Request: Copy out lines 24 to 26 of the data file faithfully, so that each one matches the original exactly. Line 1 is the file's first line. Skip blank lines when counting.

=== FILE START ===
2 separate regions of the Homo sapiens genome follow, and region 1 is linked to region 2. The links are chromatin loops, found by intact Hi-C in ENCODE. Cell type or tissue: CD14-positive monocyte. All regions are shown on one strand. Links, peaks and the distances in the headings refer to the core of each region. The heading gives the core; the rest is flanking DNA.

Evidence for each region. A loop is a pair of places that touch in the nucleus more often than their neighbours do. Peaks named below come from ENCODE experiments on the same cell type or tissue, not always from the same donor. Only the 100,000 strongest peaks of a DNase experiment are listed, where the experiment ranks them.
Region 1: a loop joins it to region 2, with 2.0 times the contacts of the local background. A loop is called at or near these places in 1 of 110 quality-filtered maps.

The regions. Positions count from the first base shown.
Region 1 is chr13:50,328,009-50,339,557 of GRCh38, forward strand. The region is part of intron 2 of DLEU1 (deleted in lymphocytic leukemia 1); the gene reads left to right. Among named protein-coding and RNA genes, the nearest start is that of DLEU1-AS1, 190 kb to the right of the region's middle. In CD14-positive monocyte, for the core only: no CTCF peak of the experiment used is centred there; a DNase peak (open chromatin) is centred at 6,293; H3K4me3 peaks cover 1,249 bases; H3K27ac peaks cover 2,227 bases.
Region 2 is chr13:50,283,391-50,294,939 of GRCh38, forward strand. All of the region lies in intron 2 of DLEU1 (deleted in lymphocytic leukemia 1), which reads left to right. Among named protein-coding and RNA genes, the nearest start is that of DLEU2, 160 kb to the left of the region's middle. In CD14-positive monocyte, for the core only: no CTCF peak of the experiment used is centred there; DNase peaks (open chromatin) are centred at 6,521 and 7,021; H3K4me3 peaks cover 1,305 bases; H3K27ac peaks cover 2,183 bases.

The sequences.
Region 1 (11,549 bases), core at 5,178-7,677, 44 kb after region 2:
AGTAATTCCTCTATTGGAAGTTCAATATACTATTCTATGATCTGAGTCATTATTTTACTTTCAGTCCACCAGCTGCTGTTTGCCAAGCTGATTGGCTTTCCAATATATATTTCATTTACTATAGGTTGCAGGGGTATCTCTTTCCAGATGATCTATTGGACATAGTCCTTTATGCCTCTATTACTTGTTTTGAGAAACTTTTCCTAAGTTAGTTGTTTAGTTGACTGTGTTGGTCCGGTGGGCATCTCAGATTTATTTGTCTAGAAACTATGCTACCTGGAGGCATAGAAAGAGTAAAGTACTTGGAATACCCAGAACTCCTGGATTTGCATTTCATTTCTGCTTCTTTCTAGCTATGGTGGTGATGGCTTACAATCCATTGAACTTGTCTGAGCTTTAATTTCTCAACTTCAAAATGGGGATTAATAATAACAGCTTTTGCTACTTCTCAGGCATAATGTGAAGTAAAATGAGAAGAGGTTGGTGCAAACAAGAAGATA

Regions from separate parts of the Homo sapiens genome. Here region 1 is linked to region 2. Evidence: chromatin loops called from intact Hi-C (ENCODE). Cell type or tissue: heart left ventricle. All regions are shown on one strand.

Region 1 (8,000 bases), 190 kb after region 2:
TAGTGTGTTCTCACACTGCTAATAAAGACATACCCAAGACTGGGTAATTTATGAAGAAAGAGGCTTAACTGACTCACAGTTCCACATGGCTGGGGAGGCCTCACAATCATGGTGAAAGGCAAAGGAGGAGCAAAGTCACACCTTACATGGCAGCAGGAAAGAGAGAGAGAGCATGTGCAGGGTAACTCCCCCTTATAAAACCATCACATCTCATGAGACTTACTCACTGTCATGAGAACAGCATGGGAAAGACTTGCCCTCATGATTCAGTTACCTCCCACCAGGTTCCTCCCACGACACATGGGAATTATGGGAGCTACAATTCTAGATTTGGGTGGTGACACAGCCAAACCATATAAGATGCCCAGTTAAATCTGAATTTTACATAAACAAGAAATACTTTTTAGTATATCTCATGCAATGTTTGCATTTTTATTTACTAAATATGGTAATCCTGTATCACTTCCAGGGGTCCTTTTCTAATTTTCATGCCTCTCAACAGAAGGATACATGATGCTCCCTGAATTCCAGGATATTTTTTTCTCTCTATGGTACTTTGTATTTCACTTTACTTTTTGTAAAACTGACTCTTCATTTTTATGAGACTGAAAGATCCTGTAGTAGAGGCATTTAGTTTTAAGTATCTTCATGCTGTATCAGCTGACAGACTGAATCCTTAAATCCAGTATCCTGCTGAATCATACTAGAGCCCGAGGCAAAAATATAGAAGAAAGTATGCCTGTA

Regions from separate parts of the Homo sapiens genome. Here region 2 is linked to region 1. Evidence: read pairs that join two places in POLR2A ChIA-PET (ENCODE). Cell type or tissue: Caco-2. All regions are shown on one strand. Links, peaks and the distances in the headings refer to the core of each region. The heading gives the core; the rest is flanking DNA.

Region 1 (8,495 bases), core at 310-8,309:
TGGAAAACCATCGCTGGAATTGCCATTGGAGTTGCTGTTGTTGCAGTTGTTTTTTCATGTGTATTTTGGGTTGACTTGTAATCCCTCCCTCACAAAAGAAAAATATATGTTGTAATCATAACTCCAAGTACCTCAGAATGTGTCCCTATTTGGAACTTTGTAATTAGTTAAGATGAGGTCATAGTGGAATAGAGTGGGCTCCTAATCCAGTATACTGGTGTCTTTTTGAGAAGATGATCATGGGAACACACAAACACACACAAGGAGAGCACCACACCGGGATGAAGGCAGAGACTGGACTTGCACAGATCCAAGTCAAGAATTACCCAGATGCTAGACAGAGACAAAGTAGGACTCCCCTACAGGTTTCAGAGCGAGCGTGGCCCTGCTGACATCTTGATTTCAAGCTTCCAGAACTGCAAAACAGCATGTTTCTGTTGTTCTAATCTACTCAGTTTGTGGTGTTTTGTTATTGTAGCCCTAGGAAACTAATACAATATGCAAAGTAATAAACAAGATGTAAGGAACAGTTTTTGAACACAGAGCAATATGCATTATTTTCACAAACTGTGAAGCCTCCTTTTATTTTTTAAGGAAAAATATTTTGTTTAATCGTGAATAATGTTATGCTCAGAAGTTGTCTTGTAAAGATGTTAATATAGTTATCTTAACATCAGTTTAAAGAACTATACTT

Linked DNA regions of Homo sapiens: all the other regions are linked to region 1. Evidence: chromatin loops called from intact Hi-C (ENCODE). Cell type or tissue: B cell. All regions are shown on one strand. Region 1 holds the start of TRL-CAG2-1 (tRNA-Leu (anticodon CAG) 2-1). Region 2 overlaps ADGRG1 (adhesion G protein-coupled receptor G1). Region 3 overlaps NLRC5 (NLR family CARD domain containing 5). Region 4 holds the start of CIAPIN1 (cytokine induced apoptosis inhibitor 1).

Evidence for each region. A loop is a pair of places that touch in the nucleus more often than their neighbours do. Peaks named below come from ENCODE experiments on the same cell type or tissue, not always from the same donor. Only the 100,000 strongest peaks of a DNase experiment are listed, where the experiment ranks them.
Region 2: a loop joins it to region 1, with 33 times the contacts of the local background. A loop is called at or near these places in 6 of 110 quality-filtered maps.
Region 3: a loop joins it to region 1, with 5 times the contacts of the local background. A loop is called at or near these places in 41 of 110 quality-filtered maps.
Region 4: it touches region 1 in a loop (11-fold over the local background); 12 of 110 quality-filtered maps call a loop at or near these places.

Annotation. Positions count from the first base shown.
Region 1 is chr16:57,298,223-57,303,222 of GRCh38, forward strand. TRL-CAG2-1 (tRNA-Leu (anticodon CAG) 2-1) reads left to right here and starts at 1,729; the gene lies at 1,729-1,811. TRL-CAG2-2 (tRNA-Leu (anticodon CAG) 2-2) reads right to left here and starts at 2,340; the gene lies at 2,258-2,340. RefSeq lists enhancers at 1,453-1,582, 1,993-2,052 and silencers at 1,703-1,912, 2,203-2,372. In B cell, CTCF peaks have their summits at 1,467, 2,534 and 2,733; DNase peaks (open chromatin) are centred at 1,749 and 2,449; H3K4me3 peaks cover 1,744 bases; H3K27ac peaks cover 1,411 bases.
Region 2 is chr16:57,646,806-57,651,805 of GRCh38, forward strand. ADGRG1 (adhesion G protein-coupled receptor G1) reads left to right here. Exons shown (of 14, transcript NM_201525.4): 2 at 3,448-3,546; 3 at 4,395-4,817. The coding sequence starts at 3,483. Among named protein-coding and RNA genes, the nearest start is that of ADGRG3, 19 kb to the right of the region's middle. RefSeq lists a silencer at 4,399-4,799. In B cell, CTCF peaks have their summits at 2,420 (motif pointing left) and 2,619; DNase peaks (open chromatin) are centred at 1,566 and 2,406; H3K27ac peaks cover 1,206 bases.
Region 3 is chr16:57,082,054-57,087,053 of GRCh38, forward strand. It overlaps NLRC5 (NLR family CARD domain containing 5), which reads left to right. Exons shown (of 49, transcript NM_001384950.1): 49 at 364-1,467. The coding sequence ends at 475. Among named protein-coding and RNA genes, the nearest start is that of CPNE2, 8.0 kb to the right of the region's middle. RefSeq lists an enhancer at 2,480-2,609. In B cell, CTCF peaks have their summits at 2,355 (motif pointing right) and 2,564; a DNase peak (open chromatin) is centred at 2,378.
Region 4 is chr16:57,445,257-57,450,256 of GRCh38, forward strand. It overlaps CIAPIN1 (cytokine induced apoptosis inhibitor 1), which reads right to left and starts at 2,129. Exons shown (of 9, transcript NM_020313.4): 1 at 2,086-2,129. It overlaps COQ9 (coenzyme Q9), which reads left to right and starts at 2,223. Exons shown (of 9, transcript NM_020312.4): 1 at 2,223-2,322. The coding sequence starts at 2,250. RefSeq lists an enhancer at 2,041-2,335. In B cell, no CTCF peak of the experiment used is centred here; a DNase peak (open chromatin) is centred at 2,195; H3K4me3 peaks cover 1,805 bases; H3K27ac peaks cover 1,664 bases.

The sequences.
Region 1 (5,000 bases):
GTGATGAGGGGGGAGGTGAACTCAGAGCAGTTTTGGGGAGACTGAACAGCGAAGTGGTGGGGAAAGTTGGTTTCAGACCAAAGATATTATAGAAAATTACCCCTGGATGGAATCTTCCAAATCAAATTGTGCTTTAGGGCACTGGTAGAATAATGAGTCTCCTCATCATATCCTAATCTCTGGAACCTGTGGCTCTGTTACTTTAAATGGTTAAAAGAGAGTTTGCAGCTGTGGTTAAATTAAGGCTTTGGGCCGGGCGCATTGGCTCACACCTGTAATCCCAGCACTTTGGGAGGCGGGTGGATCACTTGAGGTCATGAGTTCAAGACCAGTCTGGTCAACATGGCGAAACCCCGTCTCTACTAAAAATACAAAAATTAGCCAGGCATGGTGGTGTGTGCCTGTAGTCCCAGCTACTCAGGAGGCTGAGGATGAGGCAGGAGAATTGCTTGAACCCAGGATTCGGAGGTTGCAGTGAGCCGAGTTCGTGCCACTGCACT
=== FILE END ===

Region 3 is chr16:57,082,054-57,087,053 of GRCh38, forward strand. It overlaps NLRC5 (NLR family CARD domain containing 5), which reads left to right. Exons shown (of 49, transcript NM_001384950.1): 49 at 364-1,467. The coding sequence ends at 475. Among named protein-coding and RNA genes, the nearest start is that of CPNE2, 8.0 kb to the right of the region's middle. RefSeq lists an enhancer at 2,480-2,609. In B cell, CTCF peaks have their summits at 2,355 (motif pointing right) and 2,564; a DNase peak (open chromatin) is centred at 2,378.
Region 4 is chr16:57,445,257-57,450,256 of GRCh38, forward strand. It overlaps CIAPIN1 (cytokine induced apoptosis inhibitor 1), which reads right to left and starts at 2,129. Exons shown (of 9, transcript NM_020313.4): 1 at 2,086-2,129. It overlaps COQ9 (coenzyme Q9), which reads left to right and starts at 2,223. Exons shown (of 9, transcript NM_020312.4): 1 at 2,223-2,322. The coding sequence starts at 2,250. RefSeq lists an enhancer at 2,041-2,335. In B cell, no CTCF peak of the experiment used is centred here; a DNase peak (open chromatin) is centred at 2,195; H3K4me3 peaks cover 1,805 bases; H3K27ac peaks cover 1,664 bases.

The sequences.